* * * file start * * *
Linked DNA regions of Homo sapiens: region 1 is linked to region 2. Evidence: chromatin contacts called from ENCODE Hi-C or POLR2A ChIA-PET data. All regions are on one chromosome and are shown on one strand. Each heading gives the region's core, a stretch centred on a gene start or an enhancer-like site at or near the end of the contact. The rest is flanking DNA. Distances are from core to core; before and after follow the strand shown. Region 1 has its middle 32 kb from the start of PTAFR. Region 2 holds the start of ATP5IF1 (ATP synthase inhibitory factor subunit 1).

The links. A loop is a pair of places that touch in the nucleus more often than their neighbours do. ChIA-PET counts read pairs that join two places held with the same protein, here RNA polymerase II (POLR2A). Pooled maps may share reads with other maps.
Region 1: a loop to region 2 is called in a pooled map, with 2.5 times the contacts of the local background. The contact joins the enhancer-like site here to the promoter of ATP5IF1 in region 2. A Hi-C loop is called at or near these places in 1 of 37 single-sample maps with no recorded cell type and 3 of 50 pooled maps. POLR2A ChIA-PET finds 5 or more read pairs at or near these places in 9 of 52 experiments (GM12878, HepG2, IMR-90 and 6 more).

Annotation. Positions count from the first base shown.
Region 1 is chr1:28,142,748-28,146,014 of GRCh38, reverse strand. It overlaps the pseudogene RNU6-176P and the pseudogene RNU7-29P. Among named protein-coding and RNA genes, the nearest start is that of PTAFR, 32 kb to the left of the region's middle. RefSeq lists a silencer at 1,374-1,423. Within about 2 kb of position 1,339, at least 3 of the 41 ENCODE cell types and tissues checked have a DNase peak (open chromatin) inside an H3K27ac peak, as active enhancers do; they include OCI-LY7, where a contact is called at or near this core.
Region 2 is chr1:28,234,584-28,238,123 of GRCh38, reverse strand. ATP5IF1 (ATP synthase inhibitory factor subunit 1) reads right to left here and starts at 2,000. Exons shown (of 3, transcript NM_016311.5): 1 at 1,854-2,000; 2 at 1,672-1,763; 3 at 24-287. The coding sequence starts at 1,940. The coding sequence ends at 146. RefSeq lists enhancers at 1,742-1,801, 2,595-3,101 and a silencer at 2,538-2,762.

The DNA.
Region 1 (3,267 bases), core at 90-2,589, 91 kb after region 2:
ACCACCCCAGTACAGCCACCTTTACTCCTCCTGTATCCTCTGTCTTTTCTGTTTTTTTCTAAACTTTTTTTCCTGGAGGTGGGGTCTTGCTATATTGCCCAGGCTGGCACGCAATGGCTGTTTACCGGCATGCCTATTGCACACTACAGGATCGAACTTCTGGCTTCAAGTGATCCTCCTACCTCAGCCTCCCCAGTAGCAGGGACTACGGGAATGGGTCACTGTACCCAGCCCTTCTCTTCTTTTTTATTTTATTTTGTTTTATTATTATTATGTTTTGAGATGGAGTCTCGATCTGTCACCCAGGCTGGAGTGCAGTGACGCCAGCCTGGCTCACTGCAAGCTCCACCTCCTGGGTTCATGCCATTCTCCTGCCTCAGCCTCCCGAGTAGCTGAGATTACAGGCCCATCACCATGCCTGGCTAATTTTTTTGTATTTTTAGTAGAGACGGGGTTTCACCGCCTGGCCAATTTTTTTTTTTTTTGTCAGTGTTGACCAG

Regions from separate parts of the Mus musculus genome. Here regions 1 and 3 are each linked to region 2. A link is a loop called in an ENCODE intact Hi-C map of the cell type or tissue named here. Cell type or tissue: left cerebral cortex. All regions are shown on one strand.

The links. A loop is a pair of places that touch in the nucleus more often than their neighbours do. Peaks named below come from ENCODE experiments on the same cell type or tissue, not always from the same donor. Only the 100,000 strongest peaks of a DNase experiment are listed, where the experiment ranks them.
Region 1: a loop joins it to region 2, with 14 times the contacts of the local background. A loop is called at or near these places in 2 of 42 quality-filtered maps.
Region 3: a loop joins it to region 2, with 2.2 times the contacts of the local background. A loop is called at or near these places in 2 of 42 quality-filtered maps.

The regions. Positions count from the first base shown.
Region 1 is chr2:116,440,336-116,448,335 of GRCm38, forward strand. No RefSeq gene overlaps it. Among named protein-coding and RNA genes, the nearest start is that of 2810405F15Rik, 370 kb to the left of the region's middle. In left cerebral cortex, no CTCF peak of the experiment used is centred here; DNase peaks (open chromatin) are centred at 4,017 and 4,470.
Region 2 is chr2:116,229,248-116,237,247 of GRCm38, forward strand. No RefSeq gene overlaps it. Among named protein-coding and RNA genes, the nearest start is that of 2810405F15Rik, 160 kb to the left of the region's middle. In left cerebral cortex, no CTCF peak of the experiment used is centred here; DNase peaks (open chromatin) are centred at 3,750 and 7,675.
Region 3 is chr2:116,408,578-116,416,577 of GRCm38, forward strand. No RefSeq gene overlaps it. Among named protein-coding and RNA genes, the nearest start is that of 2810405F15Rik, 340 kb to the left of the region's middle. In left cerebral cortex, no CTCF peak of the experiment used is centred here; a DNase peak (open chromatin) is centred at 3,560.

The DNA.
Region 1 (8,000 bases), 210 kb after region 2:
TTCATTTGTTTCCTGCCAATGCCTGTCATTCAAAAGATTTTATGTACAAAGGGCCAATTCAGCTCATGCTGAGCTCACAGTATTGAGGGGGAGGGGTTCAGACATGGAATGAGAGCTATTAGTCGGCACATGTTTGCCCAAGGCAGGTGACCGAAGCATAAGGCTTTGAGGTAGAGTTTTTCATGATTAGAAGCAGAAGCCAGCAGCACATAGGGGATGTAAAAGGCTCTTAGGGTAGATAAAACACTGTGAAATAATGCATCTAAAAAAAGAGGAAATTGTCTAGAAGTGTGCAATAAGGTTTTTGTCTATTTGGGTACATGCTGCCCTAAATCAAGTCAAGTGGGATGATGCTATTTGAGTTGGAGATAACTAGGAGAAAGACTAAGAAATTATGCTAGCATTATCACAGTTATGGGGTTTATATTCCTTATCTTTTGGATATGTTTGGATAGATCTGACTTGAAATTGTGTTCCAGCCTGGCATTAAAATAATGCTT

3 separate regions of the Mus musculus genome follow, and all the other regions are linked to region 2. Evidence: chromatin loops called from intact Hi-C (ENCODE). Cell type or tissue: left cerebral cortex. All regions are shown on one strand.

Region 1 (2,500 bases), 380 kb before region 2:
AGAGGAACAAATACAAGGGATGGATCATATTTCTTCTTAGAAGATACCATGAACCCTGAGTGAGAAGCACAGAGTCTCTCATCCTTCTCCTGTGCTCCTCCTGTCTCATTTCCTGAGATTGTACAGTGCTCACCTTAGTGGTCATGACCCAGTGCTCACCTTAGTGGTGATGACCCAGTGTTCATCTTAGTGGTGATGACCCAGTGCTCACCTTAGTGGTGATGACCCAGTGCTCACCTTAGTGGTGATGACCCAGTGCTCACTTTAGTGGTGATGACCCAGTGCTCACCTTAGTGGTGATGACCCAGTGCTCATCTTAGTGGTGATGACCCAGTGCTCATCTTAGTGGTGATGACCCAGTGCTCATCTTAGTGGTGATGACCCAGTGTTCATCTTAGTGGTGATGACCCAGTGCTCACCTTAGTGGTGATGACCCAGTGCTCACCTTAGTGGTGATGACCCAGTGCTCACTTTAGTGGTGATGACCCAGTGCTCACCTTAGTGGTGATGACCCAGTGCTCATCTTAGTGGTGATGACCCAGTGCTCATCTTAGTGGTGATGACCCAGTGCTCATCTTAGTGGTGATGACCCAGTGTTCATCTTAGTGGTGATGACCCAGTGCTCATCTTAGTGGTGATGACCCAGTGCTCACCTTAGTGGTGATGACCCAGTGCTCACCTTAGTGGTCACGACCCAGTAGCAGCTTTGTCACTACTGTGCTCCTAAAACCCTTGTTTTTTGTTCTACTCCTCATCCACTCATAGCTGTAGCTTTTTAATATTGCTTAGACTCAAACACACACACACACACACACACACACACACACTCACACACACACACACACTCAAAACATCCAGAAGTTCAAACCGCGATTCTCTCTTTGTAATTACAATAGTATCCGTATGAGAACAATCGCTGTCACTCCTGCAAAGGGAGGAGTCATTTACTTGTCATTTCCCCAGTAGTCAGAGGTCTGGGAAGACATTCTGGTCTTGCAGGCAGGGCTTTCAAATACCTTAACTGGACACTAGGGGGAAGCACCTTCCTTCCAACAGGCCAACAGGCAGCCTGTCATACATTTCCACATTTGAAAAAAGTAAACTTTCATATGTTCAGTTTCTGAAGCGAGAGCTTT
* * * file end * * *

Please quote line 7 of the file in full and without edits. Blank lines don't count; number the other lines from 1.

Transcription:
The DNA.